– As their 5-24 record attests, this season long ago became more than a matter of victories and losses for the Timberwolves.

Saturday’s lopsided 110-97 loss at Golden State proved to be more a matter of trust.

Newly acquired guard Troy Daniels gained some with a fourth-quarter shooting performance that demonstrated why he was part of a recent trade that sent veteran Corey Brewer to Houston.

Former No. 1 overall pick Anthony Bennett has lost some, outplayed at this point of the season by fellow reserve power forward Robbie Hummel.

Daniels scored 14 points in less than nine minutes off the bench, including a 4-for-4 exhibition in three-point shooting during a fourth quarter when each shot seemingly came from farther and farther away.

“He shoots the basketball,” Wolves coach Flip Saunders said. “I probably should have found a way to put him in sooner.”

Daniels, 23, emerged from D League anonymity and displayed that sweet shooting stroke for Houston in last spring’s first-round playoff series against Portland. He made seven of 11 three-point shots in Games 3 and 4, including a clutch one with 11 seconds left in the Rockets’ Game 3 victory.

On Saturday, his shooting shined on a team that has no other pure shooters as long as injured Kevin Martin remains sidelined.

“That’s my job,” Daniels said. “I always stay ready and shoot the ball when I’m open. That’s what I did tonight.”

His shooting was the Wolves’ only hope to catch up against a Warriors team outscored the Wolves 10-3 on three-pointers and built a 27-point lead before Daniels shot the Wolves back to a mere 13-point margin of defeat.

Daniels’ four threes matched the number that Warriors guard Stephen Curry and Klay Thompson each made before they sat out the fourth quarter.

“They got a lot of shooters,” Daniels said. “They got great shooters on that team. But it’s my job to shoot the ball, too, so that’s what I did.”

Daniels played 5:38 in his first three games after the Dec. 19 trade, took two shots — including one forced last-second, three-pointer — in those games and didn’t make either.

He averaged 6.4 minutes in 17 games played with the Rockets before the trade.

“I don’t know, that’s the nature of the game,” Daniels said. “Some games you’re going to play, some games you’re not when you’re young, but I’m always going to be ready. … This helps a lot, a confidence booster for me. It opened up a lot of eyes. I’m just looking toward the next game, helping them get wins.”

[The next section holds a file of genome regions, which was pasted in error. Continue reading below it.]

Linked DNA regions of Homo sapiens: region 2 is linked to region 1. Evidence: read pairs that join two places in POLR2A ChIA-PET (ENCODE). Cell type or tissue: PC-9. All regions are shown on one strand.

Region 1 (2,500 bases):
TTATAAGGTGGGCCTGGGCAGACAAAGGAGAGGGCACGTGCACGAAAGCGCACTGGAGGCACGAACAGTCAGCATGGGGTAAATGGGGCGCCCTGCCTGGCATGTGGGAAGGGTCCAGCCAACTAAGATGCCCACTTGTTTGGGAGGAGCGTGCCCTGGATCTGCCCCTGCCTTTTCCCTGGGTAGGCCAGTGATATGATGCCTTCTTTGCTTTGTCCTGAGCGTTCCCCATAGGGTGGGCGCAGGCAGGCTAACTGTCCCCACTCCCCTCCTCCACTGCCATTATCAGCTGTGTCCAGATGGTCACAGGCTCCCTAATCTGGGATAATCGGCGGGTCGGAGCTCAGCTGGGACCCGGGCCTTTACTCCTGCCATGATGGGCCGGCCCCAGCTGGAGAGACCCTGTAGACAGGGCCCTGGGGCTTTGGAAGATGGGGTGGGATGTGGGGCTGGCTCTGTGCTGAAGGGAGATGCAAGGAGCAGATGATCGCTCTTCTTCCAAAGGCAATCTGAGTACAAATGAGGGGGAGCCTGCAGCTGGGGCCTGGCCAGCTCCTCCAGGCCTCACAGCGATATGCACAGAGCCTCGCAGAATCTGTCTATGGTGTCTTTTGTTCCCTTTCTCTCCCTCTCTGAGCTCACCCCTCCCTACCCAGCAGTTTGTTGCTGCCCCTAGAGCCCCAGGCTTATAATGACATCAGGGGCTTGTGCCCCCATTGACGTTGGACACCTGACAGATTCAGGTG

Saunders likely will find a way to use Daniels earlier Tuesday night at Utah, when the Wolves finish their three-game Western trip seeking to end an eight-game losing streak.

“As I told our guys, when you utilize your minutes on the floor, you either gain trust from your teammates and coaches or not,” Saunders said. “So he did a good job and gained some trust.”

Meanwhile, Bennett didn’t play until Saturday’s final seven minutes, when he entered a game that already had been long ago decided with rookie Glenn Robinson III.

Saunders opted instead to play Hummel more than 20 minutes as the backup to starting power forward Thaddeus Young. Hummel scored four points on 2-for-3 shooting, had five rebounds, three assists, a steal and two turnovers on a night when the Wolves had nearly as many turnovers as assists.

The Wolves turned the ball over 25 times and had 29 assists, including a career-high 14 from rookie point guard Zach LaVine. That’s the third-most by a Wolves rookie, behind only Stephon Marbury (17) and Pooh Richardson (15).

“He hasn’t played very well, and Robbie played very well,” Saunders said, referring to Bennett. “When you’re on the floor, you have opportunities. I just thought Robbie deserved the opportunity because he has been playing very well. A.B. has tried to fight through some things, been hurt a little bit. He’ll get other opportunities. They will come. I don’t feel he played with enough energy here lately, and I thought Robbie had.”

Raduljica to Wolves?

Serbian sports newspaper Sportski Zurnal reported Sunday that former Bucks center Miroslav Raduljica is finalizing a deal with the Wolves to join them for the rest of the season. Bought out by his Chinese team for $1.2 million last week, he’d give the Wolves a legitimately sized center — he’s a 7-footer — to back up Gorgui Dieng.

A Wolves source said that Raduljica is one of many options the team is considering for its 15th roster spot — currently held by Jeff Adrien — but that no final decision had been made as of Sunday.